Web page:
Alderman Charles Lichtie resigned Wednesday from the Waukesha Common Council.
Lichtie, who represents District 12, made the announcement in a letter to Mayor Jeff Scrima.
Lichtie said in a phone interview Thursday that he was leaving his aldermanic post – a position he held for seven years – because of a back injury he sustained more than three years ago. The pain has become worse, he said, and is starting to affect his work.
"I just feel that as an alderman you should be able to give it 100 percent," Lichtie said.
That doesn't mean the District 12 alderman is going away. He still plans on contributing to the local artist scene. But city business?
"I just feel it time to hang it up," Lichtie said. "... I guess it is time to hang up the spurs and carry on."
Additionally, Lichtie confirmed his decision to leave the Common Council was not because of the recent political drama between Scrima and the council.
"It is strictly because of my health," Lichtie said.
Scrima responded by announcing Lichtie’s replacement would be appointed by the Council on March 1 for a term that would end April 1, 2012. An election then will be held to finish out the three-year term, which ends in 2013.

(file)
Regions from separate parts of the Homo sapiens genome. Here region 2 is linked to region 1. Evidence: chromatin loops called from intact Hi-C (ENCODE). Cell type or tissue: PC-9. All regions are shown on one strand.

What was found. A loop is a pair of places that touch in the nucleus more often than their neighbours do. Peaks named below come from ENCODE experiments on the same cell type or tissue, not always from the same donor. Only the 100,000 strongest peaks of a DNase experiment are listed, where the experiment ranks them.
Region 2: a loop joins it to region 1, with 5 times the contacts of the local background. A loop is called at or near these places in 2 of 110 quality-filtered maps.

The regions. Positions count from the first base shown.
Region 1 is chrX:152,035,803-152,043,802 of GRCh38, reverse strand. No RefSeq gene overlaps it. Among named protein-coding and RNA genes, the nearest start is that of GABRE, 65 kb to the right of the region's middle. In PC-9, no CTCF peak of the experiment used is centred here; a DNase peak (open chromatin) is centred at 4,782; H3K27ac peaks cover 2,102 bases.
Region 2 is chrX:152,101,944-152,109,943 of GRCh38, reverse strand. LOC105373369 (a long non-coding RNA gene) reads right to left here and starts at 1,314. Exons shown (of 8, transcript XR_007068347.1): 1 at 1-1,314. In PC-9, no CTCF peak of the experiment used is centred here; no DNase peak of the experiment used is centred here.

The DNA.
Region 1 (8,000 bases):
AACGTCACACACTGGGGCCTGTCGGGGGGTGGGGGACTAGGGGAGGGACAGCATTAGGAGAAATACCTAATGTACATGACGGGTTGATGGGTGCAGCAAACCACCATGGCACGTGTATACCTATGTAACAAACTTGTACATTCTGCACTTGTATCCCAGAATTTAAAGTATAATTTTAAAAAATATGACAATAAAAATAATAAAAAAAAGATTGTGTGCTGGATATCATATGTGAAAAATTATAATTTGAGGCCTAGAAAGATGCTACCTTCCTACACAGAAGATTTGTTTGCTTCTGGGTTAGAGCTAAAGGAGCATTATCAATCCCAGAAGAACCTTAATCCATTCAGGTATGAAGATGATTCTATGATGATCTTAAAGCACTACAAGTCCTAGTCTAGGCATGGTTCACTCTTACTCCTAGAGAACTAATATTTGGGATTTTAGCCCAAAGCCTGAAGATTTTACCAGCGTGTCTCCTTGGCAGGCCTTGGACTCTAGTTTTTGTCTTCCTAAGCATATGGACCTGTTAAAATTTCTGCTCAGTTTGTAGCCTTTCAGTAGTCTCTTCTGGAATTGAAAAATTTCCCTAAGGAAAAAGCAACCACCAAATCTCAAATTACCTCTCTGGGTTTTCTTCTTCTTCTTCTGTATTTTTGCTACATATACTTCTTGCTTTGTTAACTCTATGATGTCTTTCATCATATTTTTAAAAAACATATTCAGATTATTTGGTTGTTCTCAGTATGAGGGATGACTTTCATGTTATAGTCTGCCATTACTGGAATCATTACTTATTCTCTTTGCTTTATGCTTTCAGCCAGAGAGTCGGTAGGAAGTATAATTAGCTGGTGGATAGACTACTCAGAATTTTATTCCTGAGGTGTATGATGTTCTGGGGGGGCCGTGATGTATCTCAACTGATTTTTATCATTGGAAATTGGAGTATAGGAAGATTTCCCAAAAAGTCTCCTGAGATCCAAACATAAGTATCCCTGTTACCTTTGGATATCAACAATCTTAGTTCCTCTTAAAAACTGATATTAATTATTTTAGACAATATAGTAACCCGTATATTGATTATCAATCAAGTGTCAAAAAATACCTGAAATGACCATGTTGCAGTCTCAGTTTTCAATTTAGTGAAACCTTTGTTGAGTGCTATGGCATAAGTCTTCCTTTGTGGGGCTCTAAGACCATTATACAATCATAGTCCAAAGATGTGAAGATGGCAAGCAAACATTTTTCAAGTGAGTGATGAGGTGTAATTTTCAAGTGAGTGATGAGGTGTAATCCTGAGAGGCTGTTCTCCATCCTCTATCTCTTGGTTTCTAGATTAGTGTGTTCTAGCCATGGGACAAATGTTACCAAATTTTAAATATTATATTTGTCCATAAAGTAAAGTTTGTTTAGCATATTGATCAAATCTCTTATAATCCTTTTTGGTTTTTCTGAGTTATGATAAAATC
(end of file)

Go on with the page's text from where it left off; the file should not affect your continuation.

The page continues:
City residents who live in District 12 who would like to be considered can send a letter and resume to the Office of the Mayor, City Hall, 201 Delafield St., Waukesha, WI 53188 or by email to: firstname.lastname@example.org. The deadline is Feb. 25 at 4:30 p.m.
The Waukesha Police Department will conduct background checks on all applicants to determine whether any criminal convictions exist that would disqualify them from filling the seat.
The Common Council will interview applicants for the seat on March 1 at 7:30 p.m. in the City Hall Council Chambers. Council members will then vote on the appointment through closed ballot.
Common Council President Paul Ybarra said that Lichtie took it to heart when a car accident at Waukesha West High School rocked the community.
"He really jumped on that. It was his work that pushed that stoplight through," Ybarra said. "That is the kind of stuff that he did. He took the local stuff that was important to his district and worked it hard."